China, eager to promote economic growth and technological prowess, spent a total of $12.6 billion in the five years leading up to 2002.
This was more than double IT spending amounting to $6.2 billion in the previous five-year period.
China's Science Minister, Xu Guanhua, recently told a news conference in Beijing: "The past five years can be regarded as the best period for science and technology development in Chinese history."
Mr Guanhua added that corporate IT Research and Development spending accounted for 65 per cent of the national total.
The Minister declined to specify which industries would receive the bulk of the funds, but highlighted the importance of the computer and telecommunications sectors in his speech.
China's recent home-grown technology innovations include the third-generation TD-SCDMA mobile standard and the "Godson" computer chip (which runs at a top speed of 260MHz); as well as successful missions of its Shenzhou series of unmanned spacecraft.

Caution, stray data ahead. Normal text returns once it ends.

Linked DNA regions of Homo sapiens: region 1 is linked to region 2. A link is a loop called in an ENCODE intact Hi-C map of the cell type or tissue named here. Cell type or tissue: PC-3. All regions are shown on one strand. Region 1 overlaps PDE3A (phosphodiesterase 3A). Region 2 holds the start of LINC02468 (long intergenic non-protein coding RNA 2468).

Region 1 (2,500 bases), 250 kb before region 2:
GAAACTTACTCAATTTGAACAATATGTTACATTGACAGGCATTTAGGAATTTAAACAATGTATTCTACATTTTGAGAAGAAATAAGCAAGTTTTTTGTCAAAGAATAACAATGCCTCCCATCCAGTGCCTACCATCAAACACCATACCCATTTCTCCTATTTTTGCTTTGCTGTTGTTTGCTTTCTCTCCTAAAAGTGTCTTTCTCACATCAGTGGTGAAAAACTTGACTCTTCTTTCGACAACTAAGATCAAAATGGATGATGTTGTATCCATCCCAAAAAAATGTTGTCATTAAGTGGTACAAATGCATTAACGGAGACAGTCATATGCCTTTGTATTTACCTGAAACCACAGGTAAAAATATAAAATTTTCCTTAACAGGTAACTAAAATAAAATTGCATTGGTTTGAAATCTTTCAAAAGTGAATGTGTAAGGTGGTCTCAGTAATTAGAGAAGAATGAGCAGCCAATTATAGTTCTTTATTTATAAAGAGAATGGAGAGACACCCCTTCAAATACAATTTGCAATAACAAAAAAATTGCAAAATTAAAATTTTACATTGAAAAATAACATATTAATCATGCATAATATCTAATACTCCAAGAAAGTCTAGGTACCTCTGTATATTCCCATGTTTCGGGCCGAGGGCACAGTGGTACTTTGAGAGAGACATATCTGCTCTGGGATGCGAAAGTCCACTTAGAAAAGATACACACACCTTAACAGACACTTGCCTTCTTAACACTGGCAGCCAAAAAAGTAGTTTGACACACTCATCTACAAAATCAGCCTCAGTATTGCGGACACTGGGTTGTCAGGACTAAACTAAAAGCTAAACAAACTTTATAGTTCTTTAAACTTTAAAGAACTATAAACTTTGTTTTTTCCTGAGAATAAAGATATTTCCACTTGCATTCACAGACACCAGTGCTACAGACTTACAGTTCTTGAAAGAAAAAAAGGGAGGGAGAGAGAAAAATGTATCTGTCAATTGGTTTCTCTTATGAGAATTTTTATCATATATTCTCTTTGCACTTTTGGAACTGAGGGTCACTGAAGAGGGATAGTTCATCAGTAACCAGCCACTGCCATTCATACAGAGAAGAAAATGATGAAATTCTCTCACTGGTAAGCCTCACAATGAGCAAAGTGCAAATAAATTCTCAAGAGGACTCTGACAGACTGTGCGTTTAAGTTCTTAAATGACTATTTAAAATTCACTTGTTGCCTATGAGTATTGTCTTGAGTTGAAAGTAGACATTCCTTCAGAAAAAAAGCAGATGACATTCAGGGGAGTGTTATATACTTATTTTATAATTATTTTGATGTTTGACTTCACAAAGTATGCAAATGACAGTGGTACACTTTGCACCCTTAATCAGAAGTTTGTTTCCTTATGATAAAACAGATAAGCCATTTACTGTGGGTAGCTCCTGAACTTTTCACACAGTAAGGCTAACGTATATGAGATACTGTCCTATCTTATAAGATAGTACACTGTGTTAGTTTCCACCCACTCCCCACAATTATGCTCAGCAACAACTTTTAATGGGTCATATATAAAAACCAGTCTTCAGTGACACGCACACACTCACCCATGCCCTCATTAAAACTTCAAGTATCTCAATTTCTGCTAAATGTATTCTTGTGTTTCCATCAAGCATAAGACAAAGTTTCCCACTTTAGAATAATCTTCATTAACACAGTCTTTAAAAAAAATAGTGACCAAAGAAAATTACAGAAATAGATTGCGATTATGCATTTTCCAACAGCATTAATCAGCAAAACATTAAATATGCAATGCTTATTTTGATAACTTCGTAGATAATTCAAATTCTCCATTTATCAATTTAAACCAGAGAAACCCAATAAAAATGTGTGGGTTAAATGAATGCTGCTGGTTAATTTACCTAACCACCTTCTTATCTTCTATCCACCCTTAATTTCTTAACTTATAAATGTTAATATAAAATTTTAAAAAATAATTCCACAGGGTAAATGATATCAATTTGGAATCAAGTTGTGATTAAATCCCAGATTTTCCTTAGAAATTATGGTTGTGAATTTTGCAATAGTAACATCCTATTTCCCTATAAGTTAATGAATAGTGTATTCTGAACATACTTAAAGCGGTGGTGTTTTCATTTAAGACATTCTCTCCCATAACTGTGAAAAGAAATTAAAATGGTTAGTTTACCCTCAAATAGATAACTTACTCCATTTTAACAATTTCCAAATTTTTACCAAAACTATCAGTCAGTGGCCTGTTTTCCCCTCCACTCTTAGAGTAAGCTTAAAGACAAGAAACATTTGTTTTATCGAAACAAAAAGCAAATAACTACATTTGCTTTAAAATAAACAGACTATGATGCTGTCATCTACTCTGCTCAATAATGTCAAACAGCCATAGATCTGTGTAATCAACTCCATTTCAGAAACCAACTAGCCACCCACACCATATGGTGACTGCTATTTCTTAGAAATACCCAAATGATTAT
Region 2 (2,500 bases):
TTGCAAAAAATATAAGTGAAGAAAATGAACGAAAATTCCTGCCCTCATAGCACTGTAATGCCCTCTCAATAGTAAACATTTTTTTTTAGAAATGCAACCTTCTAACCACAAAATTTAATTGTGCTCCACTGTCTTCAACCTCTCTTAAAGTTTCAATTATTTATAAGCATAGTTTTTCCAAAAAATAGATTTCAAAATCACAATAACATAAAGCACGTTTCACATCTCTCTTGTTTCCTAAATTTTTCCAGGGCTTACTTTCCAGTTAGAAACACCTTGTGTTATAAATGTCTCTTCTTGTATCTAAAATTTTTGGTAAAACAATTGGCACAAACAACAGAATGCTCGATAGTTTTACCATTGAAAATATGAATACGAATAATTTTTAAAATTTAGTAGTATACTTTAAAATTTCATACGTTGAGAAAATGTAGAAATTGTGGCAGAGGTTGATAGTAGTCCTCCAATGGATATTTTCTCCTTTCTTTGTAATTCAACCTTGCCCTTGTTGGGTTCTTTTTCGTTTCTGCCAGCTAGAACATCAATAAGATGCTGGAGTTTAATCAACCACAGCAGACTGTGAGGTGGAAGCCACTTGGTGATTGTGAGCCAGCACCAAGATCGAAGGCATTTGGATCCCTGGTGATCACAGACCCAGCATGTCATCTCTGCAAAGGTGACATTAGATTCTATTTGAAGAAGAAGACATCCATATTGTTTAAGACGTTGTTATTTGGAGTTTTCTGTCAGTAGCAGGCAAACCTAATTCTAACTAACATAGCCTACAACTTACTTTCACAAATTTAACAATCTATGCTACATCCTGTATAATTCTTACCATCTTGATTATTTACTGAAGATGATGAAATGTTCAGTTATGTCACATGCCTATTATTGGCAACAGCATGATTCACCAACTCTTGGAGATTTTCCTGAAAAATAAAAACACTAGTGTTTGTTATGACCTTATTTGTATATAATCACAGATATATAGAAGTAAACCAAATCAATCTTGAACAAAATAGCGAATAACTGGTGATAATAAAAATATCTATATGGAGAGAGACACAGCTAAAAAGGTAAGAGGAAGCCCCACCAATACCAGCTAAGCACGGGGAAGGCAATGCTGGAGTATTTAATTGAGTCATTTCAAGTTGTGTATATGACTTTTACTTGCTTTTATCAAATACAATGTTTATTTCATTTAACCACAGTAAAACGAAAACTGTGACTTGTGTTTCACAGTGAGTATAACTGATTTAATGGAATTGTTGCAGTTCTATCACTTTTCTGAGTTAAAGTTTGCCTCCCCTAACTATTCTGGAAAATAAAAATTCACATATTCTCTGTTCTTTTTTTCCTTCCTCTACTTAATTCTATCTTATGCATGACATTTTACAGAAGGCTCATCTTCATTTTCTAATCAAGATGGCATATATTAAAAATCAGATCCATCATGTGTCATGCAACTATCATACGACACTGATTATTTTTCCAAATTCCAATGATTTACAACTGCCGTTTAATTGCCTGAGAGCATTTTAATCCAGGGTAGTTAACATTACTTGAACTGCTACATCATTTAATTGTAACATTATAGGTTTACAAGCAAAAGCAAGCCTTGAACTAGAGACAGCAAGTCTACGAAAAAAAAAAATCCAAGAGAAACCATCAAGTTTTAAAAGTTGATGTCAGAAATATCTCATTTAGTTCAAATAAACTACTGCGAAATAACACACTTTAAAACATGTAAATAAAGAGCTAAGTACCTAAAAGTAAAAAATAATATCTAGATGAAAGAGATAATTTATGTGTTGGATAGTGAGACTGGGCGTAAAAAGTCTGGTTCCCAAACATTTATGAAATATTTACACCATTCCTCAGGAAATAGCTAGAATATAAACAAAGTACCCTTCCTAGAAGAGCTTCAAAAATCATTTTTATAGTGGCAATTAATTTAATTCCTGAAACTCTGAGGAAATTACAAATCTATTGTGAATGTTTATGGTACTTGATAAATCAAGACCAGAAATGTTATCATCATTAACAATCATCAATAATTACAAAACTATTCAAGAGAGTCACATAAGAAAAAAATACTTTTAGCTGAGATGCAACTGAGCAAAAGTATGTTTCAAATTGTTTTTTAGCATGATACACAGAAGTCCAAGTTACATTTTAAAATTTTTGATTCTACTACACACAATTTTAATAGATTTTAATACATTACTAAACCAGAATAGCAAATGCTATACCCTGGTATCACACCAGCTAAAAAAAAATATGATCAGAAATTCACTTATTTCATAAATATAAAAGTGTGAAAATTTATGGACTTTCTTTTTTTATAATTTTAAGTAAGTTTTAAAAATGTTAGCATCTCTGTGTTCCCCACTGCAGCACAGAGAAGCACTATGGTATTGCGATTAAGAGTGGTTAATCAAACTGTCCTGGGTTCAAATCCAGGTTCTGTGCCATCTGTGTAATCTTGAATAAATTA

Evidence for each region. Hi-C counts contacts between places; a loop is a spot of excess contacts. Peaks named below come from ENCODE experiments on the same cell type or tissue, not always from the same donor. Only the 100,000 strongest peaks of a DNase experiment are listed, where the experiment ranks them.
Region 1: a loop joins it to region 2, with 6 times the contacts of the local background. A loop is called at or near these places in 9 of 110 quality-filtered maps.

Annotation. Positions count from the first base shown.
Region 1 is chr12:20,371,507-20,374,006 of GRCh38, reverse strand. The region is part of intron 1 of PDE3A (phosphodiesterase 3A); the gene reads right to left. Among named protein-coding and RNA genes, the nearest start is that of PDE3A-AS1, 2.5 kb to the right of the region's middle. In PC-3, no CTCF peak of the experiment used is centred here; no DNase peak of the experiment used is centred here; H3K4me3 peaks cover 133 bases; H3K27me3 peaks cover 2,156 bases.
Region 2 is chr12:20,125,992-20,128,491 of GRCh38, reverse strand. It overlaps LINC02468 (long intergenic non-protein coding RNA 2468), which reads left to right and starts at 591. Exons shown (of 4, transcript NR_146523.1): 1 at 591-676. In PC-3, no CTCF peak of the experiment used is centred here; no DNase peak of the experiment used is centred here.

Mr Xu also pledged continued support for the Chinese mobile standard, which is expected to compete with rival European and U.S.-developed standards later this year.
Speaking of timescale, he added: "I believe there is still a long way to go before China has its own market and has its own competitive products in this market."
Independent estimates suggest the number of people employed in Chinese software companies currently numbers around 200,000 to 300,000. However, the supply/demand gap is overwhelming and the annual supply of IT professionals is estimated at 50,000 against a demand of 350, 000.
During a state trip to India last year, the then Chinese Premier, Zhu Rongji, told IT leaders that if India's software developers combined with China's hardware sector, the two countries would lead the world in IT.
Narayana Murthy, Director of Infosys - one of India's largest software companies - has previously expressed concerns that China could overtake India in the global software market ‘if it was not careful,’ despite the fact Indian software exports currently tower over Chinese exports with their 2001-2002 turnovers at $6.2 billion and $1 billion, respectively.
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Richard Powell, © Shout99.com 2003